* Kennedy Creek and River Styx (B-3, B-4),
near the western edge of the forest;

* Sopchoppy River (F-3, F-4), forming part of
the eastern border of Bradwell Bay Wilder-
ness and extending both north and south of
the wilderness;

* New River, which enters the forest at the
southeastern comer of the Mud Swamp/New
River Wilderness (C-4) and extends north-
ward (C-3); and

* Ochlockonee River (E-2 to E-4, F-5), which
divides the forest almost in half.

Each quiet waterway offers its own unique
challenge. Several of these creeks and rivers
experience extreme water level fluctuations and
during periods of drought some are impassable.
The best time to canoe is February through

7)out Pond Recreation Aiea. 12 miles southwest of Tallahassee.
offei s daytime teci ation facilities a cessible to persons with
disabilities and to the general publu

The Ochlockonee River is usually passable. You
can comfortably canoe the 64-mile Ochlockonee
in about 3 days. The Apalachicola River is
accessible year-round from its tributaries. It
attracts many power boaters, occasional com-
mercial river traffic, along with canoeists.

With no rough, white-water challenges, canoe-
ing conditions are relatively safe; however, even
the most cautious canoeists can capsize their
craft. Florida law requires a Coast Guard-
approved flotation device for everyone aboard.

OI l-ROk ) % IClt LES

Most off-road vehicle (ORV) use occurs on old
logging roads covering miles of forest. Addi-
tional areas are open for ORV use, contact a
district ranger office for more information.

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The Forest Service, working cooperatively with
the Florida Game and Fresh Water Fish Com-
mission, manages wildlife on the Apalachicola
National Forest. While the Forest Service
concentrates on providing quality wildlife
habitat, the Commission sets seasons, bag
limits, and issues licenses. Rule and regulation
handbooks, hunt maps, and other related infor-
mation can be obtained through either agency.

down to fine ashes, then mix the ashes with
soil and water. Be sure the fire is out by
touching the ashes. If fire conditions for the
forest are in the danger zone or if it is a
windy day, forget the campfire and use a
campstove. Dispersed-area campers who
want to build an open fire may need a few
sticks of fuel wood. When collecting fire-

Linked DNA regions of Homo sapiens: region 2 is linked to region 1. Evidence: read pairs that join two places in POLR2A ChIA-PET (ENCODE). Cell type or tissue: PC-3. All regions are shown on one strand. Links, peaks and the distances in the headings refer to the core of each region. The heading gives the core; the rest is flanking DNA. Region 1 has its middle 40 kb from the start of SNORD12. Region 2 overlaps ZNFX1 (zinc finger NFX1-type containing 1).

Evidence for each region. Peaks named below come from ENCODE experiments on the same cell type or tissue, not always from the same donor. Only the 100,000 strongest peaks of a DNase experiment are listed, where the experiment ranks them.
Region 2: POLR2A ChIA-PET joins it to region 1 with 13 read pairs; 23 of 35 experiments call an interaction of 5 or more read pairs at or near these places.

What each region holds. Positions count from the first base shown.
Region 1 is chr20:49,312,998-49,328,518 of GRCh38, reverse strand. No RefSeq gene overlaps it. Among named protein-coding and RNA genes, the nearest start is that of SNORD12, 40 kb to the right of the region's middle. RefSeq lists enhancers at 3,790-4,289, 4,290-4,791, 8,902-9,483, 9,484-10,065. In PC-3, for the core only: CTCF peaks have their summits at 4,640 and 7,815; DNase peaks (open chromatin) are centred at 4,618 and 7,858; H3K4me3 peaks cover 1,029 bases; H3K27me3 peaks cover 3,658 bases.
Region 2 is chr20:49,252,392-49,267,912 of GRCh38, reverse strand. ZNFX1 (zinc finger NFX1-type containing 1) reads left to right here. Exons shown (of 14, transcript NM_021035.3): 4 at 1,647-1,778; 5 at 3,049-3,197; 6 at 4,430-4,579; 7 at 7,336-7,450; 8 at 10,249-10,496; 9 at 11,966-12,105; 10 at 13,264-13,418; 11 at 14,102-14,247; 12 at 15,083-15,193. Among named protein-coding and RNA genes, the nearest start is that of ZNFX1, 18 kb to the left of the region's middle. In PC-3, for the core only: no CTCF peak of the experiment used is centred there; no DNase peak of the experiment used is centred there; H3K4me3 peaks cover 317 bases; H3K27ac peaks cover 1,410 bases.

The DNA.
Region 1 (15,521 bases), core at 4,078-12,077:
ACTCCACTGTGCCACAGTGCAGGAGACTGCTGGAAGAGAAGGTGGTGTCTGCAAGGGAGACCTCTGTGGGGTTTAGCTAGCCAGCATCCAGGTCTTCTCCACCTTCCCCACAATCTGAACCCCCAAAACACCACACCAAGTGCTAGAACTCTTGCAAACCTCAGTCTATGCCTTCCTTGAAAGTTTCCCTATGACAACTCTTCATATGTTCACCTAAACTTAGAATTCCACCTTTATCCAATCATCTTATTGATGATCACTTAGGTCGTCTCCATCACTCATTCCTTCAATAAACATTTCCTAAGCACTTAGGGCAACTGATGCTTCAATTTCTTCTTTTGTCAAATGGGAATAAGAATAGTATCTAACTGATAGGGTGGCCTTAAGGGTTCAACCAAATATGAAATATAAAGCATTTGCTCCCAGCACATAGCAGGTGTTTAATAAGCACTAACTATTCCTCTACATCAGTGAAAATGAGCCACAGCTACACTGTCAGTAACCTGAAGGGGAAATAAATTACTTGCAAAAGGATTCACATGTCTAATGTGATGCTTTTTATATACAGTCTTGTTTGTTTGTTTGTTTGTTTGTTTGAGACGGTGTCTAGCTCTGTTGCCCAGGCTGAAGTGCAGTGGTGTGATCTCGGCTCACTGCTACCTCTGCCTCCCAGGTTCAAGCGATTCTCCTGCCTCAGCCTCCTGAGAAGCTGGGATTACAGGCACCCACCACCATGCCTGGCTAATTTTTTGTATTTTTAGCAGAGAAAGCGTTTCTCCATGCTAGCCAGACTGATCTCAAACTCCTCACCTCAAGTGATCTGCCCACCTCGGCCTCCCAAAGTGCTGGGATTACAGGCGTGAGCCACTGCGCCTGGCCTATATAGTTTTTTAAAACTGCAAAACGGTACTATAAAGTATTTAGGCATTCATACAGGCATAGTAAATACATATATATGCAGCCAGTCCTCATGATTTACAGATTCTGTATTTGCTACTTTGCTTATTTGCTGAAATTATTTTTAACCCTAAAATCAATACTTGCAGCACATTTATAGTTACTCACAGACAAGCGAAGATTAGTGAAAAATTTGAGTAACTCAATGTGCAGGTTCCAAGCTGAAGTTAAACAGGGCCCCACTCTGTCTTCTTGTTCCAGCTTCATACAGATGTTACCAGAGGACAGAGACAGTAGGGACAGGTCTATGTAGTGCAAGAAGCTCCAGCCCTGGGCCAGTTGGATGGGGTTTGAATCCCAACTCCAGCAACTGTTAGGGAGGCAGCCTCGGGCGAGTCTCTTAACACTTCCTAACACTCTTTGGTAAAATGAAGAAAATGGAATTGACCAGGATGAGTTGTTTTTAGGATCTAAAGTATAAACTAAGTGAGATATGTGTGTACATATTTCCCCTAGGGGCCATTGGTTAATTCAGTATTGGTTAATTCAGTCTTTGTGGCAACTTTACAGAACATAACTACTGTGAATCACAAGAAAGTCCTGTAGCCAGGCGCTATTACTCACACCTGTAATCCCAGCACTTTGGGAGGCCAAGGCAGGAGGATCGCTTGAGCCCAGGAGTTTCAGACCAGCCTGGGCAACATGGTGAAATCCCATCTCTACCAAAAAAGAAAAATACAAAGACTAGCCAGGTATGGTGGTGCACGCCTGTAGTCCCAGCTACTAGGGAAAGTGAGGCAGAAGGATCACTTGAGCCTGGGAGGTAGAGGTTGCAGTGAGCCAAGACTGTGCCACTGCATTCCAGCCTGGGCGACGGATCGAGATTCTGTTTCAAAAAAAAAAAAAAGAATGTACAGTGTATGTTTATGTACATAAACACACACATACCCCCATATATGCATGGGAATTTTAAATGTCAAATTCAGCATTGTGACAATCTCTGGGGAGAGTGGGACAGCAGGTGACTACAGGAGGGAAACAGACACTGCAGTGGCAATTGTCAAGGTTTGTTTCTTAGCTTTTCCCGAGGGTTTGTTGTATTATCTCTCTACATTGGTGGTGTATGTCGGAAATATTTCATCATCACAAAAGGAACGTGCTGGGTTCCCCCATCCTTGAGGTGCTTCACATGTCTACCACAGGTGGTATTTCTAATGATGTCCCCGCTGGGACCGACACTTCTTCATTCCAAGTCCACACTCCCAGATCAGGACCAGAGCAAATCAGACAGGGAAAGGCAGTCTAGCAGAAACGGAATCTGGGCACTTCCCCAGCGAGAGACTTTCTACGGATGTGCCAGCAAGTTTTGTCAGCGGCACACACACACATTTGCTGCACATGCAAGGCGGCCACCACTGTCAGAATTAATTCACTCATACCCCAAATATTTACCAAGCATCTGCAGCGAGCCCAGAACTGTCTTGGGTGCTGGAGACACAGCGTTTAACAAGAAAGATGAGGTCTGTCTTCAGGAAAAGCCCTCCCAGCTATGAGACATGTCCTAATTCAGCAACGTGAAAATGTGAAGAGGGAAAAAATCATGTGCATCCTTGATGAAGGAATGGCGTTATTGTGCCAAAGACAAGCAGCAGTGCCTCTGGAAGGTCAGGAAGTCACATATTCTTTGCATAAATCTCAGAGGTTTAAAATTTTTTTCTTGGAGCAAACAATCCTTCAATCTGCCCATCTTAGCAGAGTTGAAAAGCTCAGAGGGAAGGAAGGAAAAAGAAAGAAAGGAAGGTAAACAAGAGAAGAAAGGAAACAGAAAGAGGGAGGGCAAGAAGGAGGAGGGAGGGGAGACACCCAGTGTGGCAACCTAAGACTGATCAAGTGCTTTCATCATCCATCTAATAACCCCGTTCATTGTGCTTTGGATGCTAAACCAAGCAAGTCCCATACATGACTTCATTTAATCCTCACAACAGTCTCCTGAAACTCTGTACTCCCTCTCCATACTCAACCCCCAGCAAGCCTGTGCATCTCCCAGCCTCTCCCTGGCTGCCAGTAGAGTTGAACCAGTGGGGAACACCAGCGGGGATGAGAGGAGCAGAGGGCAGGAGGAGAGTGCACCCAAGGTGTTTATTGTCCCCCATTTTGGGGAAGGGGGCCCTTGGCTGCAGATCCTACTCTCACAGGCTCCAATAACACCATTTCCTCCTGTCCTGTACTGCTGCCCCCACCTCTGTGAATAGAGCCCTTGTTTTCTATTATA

wood, pick up only dead and down timber.
Cutting dead or live standing trees without a
permit is against regulations.

gathering wild grapes and berries can be a
fruitful outdoor venture. Apalachicola
edibles such as blueberries, huckleberries,
wild plums, and summer grapes "come in"
from early-spring to midsummer. Muscadine
grapes and persimmons ripen by late sum-
mer to early fall. These forest fruits gener-
ally grow best along trails, old roads, or
recently cutover areas that are exposed to
plenty of sunlight.

Canoeits on the AplahIt ilt ola National Fore.t will find 8
rni'l s wilh oover 85 milet, oJ navigablee water

Whitetail deer are the main attraction for most
hunters. Small game species, such as bobwhite
quail, rabbits, gray squirrels, and mourning
doves, are also hunted. Waterfowl are taken on
the forest, as well. Habitat is limited for some
species except wood ducks, which are fairly

Good fishing opportunities are available
throughout the forest. Anglers frequent the
Ochlockonee (E-G, 1-5) and Apalachicola
Rivers (B 1-5), as well as many of their tributar-
ies and smaller forest streams, such as Kennedy
Creek, River Styx, Lost Creek, Fisher Creek,
and Owl Creek. Several lakes, including Camel
Lake, Trout Pond, Franklin Pond (C-3), and
Moore Lake (G-l). are also favorite fishing
spots. In addition, fishing is productive in the
many unnamed smaller streams, creeks, and
natural lakes scattered throughout the

All anglers must have a license, except children
16 and under and Florida residents age 65 or
older. Nonresidents can purchase a 7-day li-
cense at a tax assessor's office or from many
sporting goods stores.

sC ll't;

Campers can enjoy the Apalachicola National
Forest year-round. Most campgrounds require
a nominal fee.

At developed fee areas, look for signs that state
the fee amounts and payment procedures.
Designated primitive camping sites along the
Florida National Scenic Trail have no facilities
and are accessible only by foot travel. Contact a
district ranger office for more information.
Camping outside designated areas, called
dispersed camping, is usually permitted
throughout the forest. All forest visitors should:

* camp only in developed or designated areas
during hunting seasons, usually from No-
vember through January. During that time,
for your safety, dispersed camping is not

always treat "raw" water before drinking.
Natural water from lakes, ponds, and
streams can harbor disease organisms. Boil
the water for 5 minutes, to be safe. Consider
bringing drinking water on a campout.

attend campfires at all times. Use fire rings
when available. Otherwise, clear the fire
area of all dry grass and duff. Build fires on
bare, mineral soil and keep them small.
When it's time to douse the fire, let it bum

Trumper pitcher plants, insea -eating plants, can be found in the
forest's wet savanina

remember to remove all garbage and trash;
"pack it in. pack it out." The "no trace" ethic
is every forest visitor's responsibility.
Leaving no trace can be a challenge, but
everyone's help is needed to maintain the
area's natural state and protect it from over
use. Leave vegetation intact. "Stop to smell